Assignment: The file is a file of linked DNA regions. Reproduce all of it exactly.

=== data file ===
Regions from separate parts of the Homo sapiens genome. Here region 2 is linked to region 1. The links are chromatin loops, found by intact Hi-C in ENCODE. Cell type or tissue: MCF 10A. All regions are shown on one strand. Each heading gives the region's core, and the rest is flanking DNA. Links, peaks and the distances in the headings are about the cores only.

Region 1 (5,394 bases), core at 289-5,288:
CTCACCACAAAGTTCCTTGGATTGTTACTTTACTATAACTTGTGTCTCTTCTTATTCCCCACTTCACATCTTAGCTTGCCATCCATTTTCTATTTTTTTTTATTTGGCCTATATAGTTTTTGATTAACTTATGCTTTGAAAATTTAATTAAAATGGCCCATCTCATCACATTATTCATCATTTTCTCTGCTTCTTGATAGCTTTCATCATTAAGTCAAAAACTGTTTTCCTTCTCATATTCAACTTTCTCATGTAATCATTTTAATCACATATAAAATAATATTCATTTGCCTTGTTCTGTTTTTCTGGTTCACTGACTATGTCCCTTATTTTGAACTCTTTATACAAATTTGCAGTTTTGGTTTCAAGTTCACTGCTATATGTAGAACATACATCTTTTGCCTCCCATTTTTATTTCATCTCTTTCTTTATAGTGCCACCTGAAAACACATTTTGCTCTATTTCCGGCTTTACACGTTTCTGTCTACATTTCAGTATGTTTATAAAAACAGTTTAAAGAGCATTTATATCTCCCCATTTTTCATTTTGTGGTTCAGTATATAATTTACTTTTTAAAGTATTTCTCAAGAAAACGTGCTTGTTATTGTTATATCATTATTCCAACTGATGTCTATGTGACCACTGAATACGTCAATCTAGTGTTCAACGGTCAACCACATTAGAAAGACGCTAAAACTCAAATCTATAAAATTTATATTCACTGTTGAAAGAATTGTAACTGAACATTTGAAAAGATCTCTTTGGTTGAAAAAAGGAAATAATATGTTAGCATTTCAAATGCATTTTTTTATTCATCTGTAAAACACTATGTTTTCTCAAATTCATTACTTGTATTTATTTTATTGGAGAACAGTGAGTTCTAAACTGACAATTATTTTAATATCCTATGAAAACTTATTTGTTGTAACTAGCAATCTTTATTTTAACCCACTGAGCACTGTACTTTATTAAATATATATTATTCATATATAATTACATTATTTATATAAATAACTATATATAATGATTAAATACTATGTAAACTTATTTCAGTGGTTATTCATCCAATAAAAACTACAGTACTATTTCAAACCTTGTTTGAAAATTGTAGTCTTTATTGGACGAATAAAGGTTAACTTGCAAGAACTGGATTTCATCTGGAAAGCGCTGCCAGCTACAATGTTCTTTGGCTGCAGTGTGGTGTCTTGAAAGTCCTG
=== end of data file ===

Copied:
Regions from separate parts of the Homo sapiens genome. Here region 2 is linked to region 1. The links are chromatin loops, found by intact Hi-C in ENCODE. Cell type or tissue: MCF 10A. All regions are shown on one strand. Each heading gives the region's core, and the rest is flanking DNA. Links, peaks and the distances in the headings are about the cores only.

Region 1 (5,394 bases), core at 289-5,288:
CTCACCACAAAGTTCCTTGGATTGTTACTTTACTATAACTTGTGTCTCTTCTTATTCCCCACTTCACATCTTAGCTTGCCATCCATTTTCTATTTTTTTTTATTTGGCCTATATAGTTTTTGATTAACTTATGCTTTGAAAATTTAATTAAAATGGCCCATCTCATCACATTATTCATCATTTTCTCTGCTTCTTGATAGCTTTCATCATTAAGTCAAAAACTGTTTTCCTTCTCATATTCAACTTTCTCATGTAATCATTTTAATCACATATAAAATAATATTCATTTGCCTTGTTCTGTTTTTCTGGTTCACTGACTATGTCCCTTATTTTGAACTCTTTATACAAATTTGCAGTTTTGGTTTCAAGTTCACTGCTATATGTAGAACATACATCTTTTGCCTCCCATTTTTATTTCATCTCTTTCTTTATAGTGCCACCTGAAAACACATTTTGCTCTATTTCCGGCTTTACACGTTTCTGTCTACATTTCAGTATGTTTATAAAAACAGTTTAAAGAGCATTTATATCTCCCCATTTTTCATTTTGTGGTTCAGTATATAATTTACTTTTTAAAGTATTTCTCAAGAAAACGTGCTTGTTATTGTTATATCATTATTCCAACTGATGTCTATGTGACCACTGAATACGTCAATCTAGTGTTCAACGGTCAACCACATTAGAAAGACGCTAAAACTCAAATCTATAAAATTTATATTCACTGTTGAAAGAATTGTAACTGAACATTTGAAAAGATCTCTTTGGTTGAAAAAAGGAAATAATATGTTAGCATTTCAAATGCATTTTTTTATTCATCTGTAAAACACTATGTTTTCTCAAATTCATTACTTGTATTTATTTTATTGGAGAACAGTGAGTTCTAAACTGACAATTATTTTAATATCCTATGAAAACTTATTTGTTGTAACTAGCAATCTTTATTTTAACCCACTGAGCACTGTACTTTATTAAATATATATTATTCATATATAATTACATTATTTATATAAATAACTATATATAATGATTAAATACTATGTAAACTTATTTCAGTGGTTATTCATCCAATAAAAACTACAGTACTATTTCAAACCTTGTTTGAAAATTGTAGTCTTTATTGGACGAATAAAGGTTAACTTGCAAGAACTGGATTTCATCTGGAAAGCGCTGCCAGCTACAATGTTCTTTGGCTGCAGTGTGGTGTCTTGAAAGTCCTG